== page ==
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Canadian nurses look forward to helping health minister implement framework to improve palliative care

Ottawa, December 5, 2018 – Claire Betker, president of the Canadian Nurses Association (CNA), and Julia Johnston, president of the Canadian Hospice Palliative Care Nurses Group (CHPCNG), issued the following joint statement on the new federal Framework on Palliative Care in Canada. The framework was tabled on December 4 by Health Minister Ginette Petitpas Taylor and set out a vision for improving access to palliative care in Canada:

“Our national organizations commend the health minister for tabling the new framework. CNA and CHPCNG have been anticipating this day for quite some time. We appreciated the opportunity to be part of the face-to-face meeting of stakeholders that took place in September 2018.

“We’re pleased that the new framework sets out the federal government’s plan for improving access to palliative care across Canada. The framework builds on the seminal work of Marilyn Gladu, the shadow health minister and Conservative MP who sponsored Bill C-277, An Act Providing for the Development of a Framework on Palliative Care in Canada. Gladu’s private member’s bill was first tabled in the House of Commons in May 2016 and passed into law in December 2017.

“We’re delighted to see that the framework sets out the creation of the federal office of palliative care to ‘provide high level coordination of activities going forward.’ The office, which will connect with stakeholders to ensure consistency of standards in palliative care, is consistent with one of CNA’s key recommendations — that the health minister re-establish the secretariat on palliative and end-of-life care.

“CNA was also pleased to see that the framework acknowledges several best practices, including the importance of obtaining CNA certification in hospice palliative care.

“We encourage the federal government to provide targeted investments for new and existing programs to improve and standardize palliative care. We also anticipate that provincial and territorial governments will provide new investments as a result of bilateral agreements with the federal government.

“The federal government and opposition parties have a unique opportunity to act on the new framework. New funding is required to support the development of palliative care competencies for all health-care providers, including nurses, and associated practice standards.”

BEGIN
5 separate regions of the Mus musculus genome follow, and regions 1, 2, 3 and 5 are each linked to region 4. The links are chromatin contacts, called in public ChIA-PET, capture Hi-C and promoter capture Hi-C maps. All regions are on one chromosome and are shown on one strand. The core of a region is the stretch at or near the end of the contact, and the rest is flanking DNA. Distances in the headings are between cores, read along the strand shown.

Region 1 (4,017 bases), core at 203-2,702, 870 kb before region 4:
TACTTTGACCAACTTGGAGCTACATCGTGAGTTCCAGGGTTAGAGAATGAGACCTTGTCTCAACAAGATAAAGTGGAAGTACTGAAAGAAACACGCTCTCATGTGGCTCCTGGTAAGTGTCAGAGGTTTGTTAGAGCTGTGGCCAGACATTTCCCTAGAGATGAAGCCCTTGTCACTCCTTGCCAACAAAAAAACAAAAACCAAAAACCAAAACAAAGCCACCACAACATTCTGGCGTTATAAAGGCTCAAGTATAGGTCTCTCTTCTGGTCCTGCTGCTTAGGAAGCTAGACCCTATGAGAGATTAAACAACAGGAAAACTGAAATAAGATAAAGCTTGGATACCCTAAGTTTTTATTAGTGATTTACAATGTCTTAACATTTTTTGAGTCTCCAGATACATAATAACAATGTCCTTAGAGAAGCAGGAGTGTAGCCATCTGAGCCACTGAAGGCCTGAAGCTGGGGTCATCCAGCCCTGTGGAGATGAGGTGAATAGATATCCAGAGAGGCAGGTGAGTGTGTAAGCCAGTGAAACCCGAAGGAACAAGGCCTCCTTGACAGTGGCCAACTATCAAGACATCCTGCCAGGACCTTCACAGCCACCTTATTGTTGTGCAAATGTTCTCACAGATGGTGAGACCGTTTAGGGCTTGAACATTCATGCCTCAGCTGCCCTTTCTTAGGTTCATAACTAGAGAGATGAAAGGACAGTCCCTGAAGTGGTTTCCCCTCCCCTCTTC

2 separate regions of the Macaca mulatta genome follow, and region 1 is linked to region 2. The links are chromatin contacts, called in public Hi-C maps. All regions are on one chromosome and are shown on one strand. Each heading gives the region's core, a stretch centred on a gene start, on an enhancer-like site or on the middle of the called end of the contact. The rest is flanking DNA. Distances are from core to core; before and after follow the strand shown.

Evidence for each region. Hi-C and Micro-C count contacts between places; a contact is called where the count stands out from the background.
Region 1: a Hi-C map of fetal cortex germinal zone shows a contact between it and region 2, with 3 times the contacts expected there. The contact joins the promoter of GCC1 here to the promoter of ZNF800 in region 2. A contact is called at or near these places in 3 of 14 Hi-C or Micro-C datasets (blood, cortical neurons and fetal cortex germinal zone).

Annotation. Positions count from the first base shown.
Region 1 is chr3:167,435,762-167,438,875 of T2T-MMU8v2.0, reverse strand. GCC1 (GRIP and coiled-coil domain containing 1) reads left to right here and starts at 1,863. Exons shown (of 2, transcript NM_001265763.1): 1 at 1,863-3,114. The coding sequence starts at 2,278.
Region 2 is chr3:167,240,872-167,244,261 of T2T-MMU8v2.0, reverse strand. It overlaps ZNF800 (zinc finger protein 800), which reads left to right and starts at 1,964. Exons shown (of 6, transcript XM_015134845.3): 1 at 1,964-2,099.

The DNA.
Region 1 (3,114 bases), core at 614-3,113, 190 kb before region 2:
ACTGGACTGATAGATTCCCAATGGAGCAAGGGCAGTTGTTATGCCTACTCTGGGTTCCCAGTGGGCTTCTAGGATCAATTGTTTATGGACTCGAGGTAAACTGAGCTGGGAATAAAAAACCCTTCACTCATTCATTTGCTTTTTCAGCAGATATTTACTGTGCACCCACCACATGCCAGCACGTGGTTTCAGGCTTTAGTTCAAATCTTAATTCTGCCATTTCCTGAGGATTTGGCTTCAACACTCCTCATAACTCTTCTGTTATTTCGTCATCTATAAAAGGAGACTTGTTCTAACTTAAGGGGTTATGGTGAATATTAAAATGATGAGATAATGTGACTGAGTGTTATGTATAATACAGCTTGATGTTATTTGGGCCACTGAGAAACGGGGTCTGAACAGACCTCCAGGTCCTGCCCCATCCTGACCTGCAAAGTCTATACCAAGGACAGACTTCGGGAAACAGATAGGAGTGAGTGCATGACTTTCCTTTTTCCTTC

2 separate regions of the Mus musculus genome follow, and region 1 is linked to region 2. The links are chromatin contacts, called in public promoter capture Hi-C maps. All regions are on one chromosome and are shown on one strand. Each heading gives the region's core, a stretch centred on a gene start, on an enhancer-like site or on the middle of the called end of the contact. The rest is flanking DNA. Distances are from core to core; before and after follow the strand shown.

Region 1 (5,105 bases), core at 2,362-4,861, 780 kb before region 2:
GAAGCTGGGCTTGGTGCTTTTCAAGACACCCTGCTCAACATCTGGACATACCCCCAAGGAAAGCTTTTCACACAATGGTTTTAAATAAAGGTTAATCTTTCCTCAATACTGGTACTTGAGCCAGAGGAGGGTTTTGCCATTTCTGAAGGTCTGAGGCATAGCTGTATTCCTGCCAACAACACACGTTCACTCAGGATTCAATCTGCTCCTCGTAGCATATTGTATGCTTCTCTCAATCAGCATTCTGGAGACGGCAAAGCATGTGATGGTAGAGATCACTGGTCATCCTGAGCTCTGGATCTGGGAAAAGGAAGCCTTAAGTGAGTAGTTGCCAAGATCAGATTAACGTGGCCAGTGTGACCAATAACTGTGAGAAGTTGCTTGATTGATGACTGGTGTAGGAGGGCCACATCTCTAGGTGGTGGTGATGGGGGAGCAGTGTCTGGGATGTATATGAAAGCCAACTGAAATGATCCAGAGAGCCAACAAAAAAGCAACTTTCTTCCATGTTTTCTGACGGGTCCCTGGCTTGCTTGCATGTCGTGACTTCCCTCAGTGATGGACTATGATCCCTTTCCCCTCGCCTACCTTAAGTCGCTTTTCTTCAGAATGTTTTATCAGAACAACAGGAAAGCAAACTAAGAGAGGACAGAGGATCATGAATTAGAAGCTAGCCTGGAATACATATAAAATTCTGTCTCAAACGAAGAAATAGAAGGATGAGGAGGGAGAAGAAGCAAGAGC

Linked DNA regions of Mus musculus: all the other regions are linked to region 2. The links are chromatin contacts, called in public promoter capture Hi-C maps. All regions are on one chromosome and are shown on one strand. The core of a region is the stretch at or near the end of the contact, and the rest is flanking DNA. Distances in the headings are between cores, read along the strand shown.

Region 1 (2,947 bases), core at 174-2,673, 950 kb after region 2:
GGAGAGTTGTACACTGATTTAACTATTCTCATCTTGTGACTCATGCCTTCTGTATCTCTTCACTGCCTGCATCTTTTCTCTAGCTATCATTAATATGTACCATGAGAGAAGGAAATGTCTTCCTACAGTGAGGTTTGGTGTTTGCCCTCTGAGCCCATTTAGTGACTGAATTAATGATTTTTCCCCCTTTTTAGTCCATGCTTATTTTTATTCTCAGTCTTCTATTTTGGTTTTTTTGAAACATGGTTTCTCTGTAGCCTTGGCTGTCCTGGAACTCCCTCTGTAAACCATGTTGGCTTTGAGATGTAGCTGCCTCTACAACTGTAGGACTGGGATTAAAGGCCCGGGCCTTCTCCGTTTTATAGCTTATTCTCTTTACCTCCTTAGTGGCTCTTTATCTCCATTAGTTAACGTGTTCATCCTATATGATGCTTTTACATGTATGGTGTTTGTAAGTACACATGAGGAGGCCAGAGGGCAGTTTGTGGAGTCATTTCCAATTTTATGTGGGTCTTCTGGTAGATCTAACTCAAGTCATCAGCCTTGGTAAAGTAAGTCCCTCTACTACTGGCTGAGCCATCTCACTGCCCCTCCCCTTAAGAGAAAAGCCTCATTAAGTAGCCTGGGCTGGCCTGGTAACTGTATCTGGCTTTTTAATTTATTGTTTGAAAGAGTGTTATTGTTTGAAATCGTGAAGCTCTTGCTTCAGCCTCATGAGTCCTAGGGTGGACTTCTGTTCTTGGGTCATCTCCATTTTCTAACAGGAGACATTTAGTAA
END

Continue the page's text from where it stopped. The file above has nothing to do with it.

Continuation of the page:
In September 2018, CNA CEO Mike Villeneuve, in collaboration with CHPCNG, appeared before the House of Commons standing committee on finance for its pre-budget consultation hearing to inform the committee of two key recommendations to improve access to palliative care. Read CNA’s submission [PDF, 172.9 KB].

In 2017, prior to the passage and royal assent of Bill C-277, CNA appeared before two parliamentary committees:

The Canadian Nurses Association is the national and global professional voice of Canadian nursing, representing over 139,000 registered nurses and nurse practitioners in Canada. CNA advances the practice and profession of nursing to improve health outcomes and strengthen Canada’s publicly funded, not-for-profit health system.

The Canadian Hospice Palliative Care Nurses Group represents hospice palliative care nurses from across Canada and shares ideas, strategies and solutions, proposals, assessment tools, research findings, educational opportunities, etc., with other nurses across the country who integrate a palliative approach to care with their patient populations.

For more information, please contact:

David Granovsky
Lead, Government Relations
Canadian Nurses Association
Tel: 613-237-2159, ext. 525
Cell: 613-697-7497
Email: dgranovsky@cna-aiic.ca